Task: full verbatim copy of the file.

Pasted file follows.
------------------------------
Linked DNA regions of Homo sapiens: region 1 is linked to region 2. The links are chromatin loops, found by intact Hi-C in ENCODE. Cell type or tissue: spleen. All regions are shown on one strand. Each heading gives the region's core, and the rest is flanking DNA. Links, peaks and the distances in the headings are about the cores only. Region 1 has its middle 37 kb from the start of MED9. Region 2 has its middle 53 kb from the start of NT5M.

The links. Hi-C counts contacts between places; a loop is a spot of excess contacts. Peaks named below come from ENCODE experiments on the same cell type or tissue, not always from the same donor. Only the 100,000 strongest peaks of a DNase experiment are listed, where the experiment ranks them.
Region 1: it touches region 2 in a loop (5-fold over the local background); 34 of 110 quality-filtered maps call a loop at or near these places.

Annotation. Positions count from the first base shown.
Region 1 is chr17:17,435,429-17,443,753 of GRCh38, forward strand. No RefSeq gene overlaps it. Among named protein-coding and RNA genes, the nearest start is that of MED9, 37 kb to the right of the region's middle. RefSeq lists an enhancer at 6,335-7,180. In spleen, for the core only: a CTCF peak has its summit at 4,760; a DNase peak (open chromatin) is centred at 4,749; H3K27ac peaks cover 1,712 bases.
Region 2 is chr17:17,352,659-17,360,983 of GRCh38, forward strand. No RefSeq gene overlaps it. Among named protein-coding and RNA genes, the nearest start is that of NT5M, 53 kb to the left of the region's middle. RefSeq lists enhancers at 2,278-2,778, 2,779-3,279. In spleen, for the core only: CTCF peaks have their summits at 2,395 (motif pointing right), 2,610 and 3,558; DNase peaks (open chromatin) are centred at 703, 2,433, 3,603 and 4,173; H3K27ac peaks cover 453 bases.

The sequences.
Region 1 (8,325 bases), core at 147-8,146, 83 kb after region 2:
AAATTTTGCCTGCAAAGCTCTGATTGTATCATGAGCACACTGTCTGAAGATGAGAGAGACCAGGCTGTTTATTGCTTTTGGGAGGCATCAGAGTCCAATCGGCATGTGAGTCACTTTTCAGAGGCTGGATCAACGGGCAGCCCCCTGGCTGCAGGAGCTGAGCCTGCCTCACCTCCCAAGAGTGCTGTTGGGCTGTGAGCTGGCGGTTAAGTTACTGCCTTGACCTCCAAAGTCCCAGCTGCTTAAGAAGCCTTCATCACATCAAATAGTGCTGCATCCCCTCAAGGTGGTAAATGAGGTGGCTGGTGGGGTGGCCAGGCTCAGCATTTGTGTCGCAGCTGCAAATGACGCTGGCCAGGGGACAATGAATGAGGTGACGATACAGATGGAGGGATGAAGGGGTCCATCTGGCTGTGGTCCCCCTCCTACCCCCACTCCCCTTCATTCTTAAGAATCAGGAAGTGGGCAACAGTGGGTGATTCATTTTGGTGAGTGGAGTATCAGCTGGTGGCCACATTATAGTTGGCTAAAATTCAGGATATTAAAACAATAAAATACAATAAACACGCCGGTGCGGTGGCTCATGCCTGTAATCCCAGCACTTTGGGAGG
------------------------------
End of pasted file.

Linked DNA regions of Homo sapiens: region 1 is linked to region 2. The links are chromatin loops, found by intact Hi-C in ENCODE. Cell type or tissue: spleen. All regions are shown on one strand. Each heading gives the region's core, and the rest is flanking DNA. Links, peaks and the distances in the headings are about the cores only. Region 1 has its middle 37 kb from the start of MED9. Region 2 has its middle 53 kb from the start of NT5M.

The links. Hi-C counts contacts between places; a loop is a spot of excess contacts. Peaks named below come from ENCODE experiments on the same cell type or tissue, not always from the same donor. Only the 100,000 strongest peaks of a DNase experiment are listed, where the experiment ranks them.
Region 1: it touches region 2 in a loop (5-fold over the local background); 34 of 110 quality-filtered maps call a loop at or near these places.

Annotation. Positions count from the first base shown.
Region 1 is chr17:17,435,429-17,443,753 of GRCh38, forward strand. No RefSeq gene overlaps it. Among named protein-coding and RNA genes, the nearest start is that of MED9, 37 kb to the right of the region's middle. RefSeq lists an enhancer at 6,335-7,180. In spleen, for the core only: a CTCF peak has its summit at 4,760; a DNase peak (open chromatin) is centred at 4,749; H3K27ac peaks cover 1,712 bases.
Region 2 is chr17:17,352,659-17,360,983 of GRCh38, forward strand. No RefSeq gene overlaps it. Among named protein-coding and RNA genes, the nearest start is that of NT5M, 53 kb to the left of the region's middle. RefSeq lists enhancers at 2,278-2,778, 2,779-3,279. In spleen, for the core only: CTCF peaks have their summits at 2,395 (motif pointing right), 2,610 and 3,558; DNase peaks (open chromatin) are centred at 703, 2,433, 3,603 and 4,173; H3K27ac peaks cover 453 bases.

The sequences.
Region 1 (8,325 bases), core at 147-8,146, 83 kb after region 2:
AAATTTTGCCTGCAAAGCTCTGATTGTATCATGAGCACACTGTCTGAAGATGAGAGAGACCAGGCTGTTTATTGCTTTTGGGAGGCATCAGAGTCCAATCGGCATGTGAGTCACTTTTCAGAGGCTGGATCAACGGGCAGCCCCCTGGCTGCAGGAGCTGAGCCTGCCTCACCTCCCAAGAGTGCTGTTGGGCTGTGAGCTGGCGGTTAAGTTACTGCCTTGACCTCCAAAGTCCCAGCTGCTTAAGAAGCCTTCATCACATCAAATAGTGCTGCATCCCCTCAAGGTGGTAAATGAGGTGGCTGGTGGGGTGGCCAGGCTCAGCATTTGTGTCGCAGCTGCAAATGACGCTGGCCAGGGGACAATGAATGAGGTGACGATACAGATGGAGGGATGAAGGGGTCCATCTGGCTGTGGTCCCCCTCCTACCCCCACTCCCCTTCATTCTTAAGAATCAGGAAGTGGGCAACAGTGGGTGATTCATTTTGGTGAGTGGAGTATCAGCTGGTGGCCACATTATAGTTGGCTAAAATTCAGGATATTAAAACAATAAAATACAATAAACACGCCGGTGCGGTGGCTCATGCCTGTAATCCCAGCACTTTGGGAGG